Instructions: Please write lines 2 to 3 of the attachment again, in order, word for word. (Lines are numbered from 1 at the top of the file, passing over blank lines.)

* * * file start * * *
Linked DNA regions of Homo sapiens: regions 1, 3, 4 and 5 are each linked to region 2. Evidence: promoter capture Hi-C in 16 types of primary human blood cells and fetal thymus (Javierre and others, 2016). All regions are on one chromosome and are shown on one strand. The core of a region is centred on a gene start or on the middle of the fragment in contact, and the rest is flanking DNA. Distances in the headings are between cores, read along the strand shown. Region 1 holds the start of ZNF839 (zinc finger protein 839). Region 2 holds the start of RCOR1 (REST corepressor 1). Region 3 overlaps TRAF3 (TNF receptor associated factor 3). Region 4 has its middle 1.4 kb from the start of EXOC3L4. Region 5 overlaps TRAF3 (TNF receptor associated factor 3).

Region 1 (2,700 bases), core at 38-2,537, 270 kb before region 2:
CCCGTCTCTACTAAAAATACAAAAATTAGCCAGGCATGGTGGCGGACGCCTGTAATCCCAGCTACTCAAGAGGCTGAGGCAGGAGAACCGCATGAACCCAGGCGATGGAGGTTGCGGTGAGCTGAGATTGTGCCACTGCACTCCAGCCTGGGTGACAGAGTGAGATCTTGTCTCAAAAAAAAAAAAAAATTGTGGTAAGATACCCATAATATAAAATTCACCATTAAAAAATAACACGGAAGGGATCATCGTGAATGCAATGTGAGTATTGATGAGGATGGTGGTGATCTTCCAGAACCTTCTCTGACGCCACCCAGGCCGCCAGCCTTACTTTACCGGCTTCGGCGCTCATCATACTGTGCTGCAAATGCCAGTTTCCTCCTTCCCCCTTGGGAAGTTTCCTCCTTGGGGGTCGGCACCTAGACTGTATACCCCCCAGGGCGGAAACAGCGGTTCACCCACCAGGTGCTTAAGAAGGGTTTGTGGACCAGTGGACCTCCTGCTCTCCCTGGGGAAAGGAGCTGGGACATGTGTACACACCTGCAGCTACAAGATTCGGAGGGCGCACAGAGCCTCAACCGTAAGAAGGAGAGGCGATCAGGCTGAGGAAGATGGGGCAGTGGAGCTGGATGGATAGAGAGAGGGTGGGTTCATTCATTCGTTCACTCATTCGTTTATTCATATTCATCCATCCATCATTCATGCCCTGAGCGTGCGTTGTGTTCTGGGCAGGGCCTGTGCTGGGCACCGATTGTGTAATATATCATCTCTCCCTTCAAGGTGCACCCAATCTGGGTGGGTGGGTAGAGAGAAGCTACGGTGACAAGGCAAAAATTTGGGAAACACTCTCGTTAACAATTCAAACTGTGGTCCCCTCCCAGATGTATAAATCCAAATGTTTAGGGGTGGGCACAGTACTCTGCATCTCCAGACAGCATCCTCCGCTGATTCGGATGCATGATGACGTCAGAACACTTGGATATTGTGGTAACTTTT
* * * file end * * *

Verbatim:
Region 1 (2,700 bases), core at 38-2,537, 270 kb before region 2:
CCCGTCTCTACTAAAAATACAAAAATTAGCCAGGCATGGTGGCGGACGCCTGTAATCCCAGCTACTCAAGAGGCTGAGGCAGGAGAACCGCATGAACCCAGGCGATGGAGGTTGCGGTGAGCTGAGATTGTGCCACTGCACTCCAGCCTGGGTGACAGAGTGAGATCTTGTCTCAAAAAAAAAAAAAAATTGTGGTAAGATACCCATAATATAAAATTCACCATTAAAAAATAACACGGAAGGGATCATCGTGAATGCAATGTGAGTATTGATGAGGATGGTGGTGATCTTCCAGAACCTTCTCTGACGCCACCCAGGCCGCCAGCCTTACTTTACCGGCTTCGGCGCTCATCATACTGTGCTGCAAATGCCAGTTTCCTCCTTCCCCCTTGGGAAGTTTCCTCCTTGGGGGTCGGCACCTAGACTGTATACCCCCCAGGGCGGAAACAGCGGTTCACCCACCAGGTGCTTAAGAAGGGTTTGTGGACCAGTGGACCTCCTGCTCTCCCTGGGGAAAGGAGCTGGGACATGTGTACACACCTGCAGCTACAAGATTCGGAGGGCGCACAGAGCCTCAACCGTAAGAAGGAGAGGCGATCAGGCTGAGGAAGATGGGGCAGTGGAGCTGGATGGATAGAGAGAGGGTGGGTTCATTCATTCGTTCACTCATTCGTTTATTCATATTCATCCATCCATCATTCATGCCCTGAGCGTGCGTTGTGTTCTGGGCAGGGCCTGTGCTGGGCACCGATTGTGTAATATATCATCTCTCCCTTCAAGGTGCACCCAATCTGGGTGGGTGGGTAGAGAGAAGCTACGGTGACAAGGCAAAAATTTGGGAAACACTCTCGTTAACAATTCAAACTGTGGTCCCCTCCCAGATGTATAAATCCAAATGTTTAGGGGTGGGCACAGTACTCTGCATCTCCAGACAGCATCCTCCGCTGATTCGGATGCATGATGACGTCAGAACACTTGGATATTGTGGTAACTTTT